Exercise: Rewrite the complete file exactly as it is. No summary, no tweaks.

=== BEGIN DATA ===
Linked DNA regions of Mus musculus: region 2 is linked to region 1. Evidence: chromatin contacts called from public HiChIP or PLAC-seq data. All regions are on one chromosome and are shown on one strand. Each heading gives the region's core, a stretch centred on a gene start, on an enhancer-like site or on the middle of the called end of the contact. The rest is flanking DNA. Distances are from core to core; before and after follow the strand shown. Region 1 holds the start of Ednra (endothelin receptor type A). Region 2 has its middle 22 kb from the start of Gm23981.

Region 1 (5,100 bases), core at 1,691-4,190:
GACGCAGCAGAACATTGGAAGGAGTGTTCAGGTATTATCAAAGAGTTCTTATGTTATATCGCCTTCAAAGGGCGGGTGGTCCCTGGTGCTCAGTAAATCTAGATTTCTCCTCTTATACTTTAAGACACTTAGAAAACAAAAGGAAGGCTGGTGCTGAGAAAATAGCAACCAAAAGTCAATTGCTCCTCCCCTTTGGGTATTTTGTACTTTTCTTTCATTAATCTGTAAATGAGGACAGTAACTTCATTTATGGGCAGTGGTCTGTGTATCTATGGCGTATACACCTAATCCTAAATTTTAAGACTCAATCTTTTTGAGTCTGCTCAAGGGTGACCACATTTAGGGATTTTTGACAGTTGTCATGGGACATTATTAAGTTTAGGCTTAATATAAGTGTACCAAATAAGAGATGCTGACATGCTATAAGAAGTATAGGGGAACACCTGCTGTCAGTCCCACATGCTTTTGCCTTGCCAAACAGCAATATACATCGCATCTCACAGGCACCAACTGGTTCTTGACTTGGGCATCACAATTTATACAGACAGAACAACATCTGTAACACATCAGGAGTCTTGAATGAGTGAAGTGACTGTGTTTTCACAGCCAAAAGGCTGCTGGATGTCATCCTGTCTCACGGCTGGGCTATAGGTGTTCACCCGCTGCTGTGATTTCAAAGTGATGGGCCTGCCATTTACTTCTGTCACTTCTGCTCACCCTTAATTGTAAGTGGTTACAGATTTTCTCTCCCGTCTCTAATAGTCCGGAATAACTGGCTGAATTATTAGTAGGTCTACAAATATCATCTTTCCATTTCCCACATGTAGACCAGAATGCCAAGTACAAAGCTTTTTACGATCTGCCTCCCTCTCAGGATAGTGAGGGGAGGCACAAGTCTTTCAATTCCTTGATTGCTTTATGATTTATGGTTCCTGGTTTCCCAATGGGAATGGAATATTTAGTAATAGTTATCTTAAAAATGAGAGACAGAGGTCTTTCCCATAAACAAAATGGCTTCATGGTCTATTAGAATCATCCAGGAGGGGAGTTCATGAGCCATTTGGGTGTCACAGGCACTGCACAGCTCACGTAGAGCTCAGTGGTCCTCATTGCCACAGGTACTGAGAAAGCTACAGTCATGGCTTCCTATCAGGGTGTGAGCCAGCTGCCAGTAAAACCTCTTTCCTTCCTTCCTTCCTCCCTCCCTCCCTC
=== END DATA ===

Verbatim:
Linked DNA regions of Mus musculus: region 2 is linked to region 1. Evidence: chromatin contacts called from public HiChIP or PLAC-seq data. All regions are on one chromosome and are shown on one strand. Each heading gives the region's core, a stretch centred on a gene start, on an enhancer-like site or on the middle of the called end of the contact. The rest is flanking DNA. Distances are from core to core; before and after follow the strand shown. Region 1 holds the start of Ednra (endothelin receptor type A). Region 2 has its middle 22 kb from the start of Gm23981.

Region 1 (5,100 bases), core at 1,691-4,190:
GACGCAGCAGAACATTGGAAGGAGTGTTCAGGTATTATCAAAGAGTTCTTATGTTATATCGCCTTCAAAGGGCGGGTGGTCCCTGGTGCTCAGTAAATCTAGATTTCTCCTCTTATACTTTAAGACACTTAGAAAACAAAAGGAAGGCTGGTGCTGAGAAAATAGCAACCAAAAGTCAATTGCTCCTCCCCTTTGGGTATTTTGTACTTTTCTTTCATTAATCTGTAAATGAGGACAGTAACTTCATTTATGGGCAGTGGTCTGTGTATCTATGGCGTATACACCTAATCCTAAATTTTAAGACTCAATCTTTTTGAGTCTGCTCAAGGGTGACCACATTTAGGGATTTTTGACAGTTGTCATGGGACATTATTAAGTTTAGGCTTAATATAAGTGTACCAAATAAGAGATGCTGACATGCTATAAGAAGTATAGGGGAACACCTGCTGTCAGTCCCACATGCTTTTGCCTTGCCAAACAGCAATATACATCGCATCTCACAGGCACCAACTGGTTCTTGACTTGGGCATCACAATTTATACAGACAGAACAACATCTGTAACACATCAGGAGTCTTGAATGAGTGAAGTGACTGTGTTTTCACAGCCAAAAGGCTGCTGGATGTCATCCTGTCTCACGGCTGGGCTATAGGTGTTCACCCGCTGCTGTGATTTCAAAGTGATGGGCCTGCCATTTACTTCTGTCACTTCTGCTCACCCTTAATTGTAAGTGGTTACAGATTTTCTCTCCCGTCTCTAATAGTCCGGAATAACTGGCTGAATTATTAGTAGGTCTACAAATATCATCTTTCCATTTCCCACATGTAGACCAGAATGCCAAGTACAAAGCTTTTTACGATCTGCCTCCCTCTCAGGATAGTGAGGGGAGGCACAAGTCTTTCAATTCCTTGATTGCTTTATGATTTATGGTTCCTGGTTTCCCAATGGGAATGGAATATTTAGTAATAGTTATCTTAAAAATGAGAGACAGAGGTCTTTCCCATAAACAAAATGGCTTCATGGTCTATTAGAATCATCCAGGAGGGGAGTTCATGAGCCATTTGGGTGTCACAGGCACTGCACAGCTCACGTAGAGCTCAGTGGTCCTCATTGCCACAGGTACTGAGAAAGCTACAGTCATGGCTTCCTATCAGGGTGTGAGCCAGCTGCCAGTAAAACCTCTTTCCTTCCTTCCTTCCTCCCTCCCTCCCTC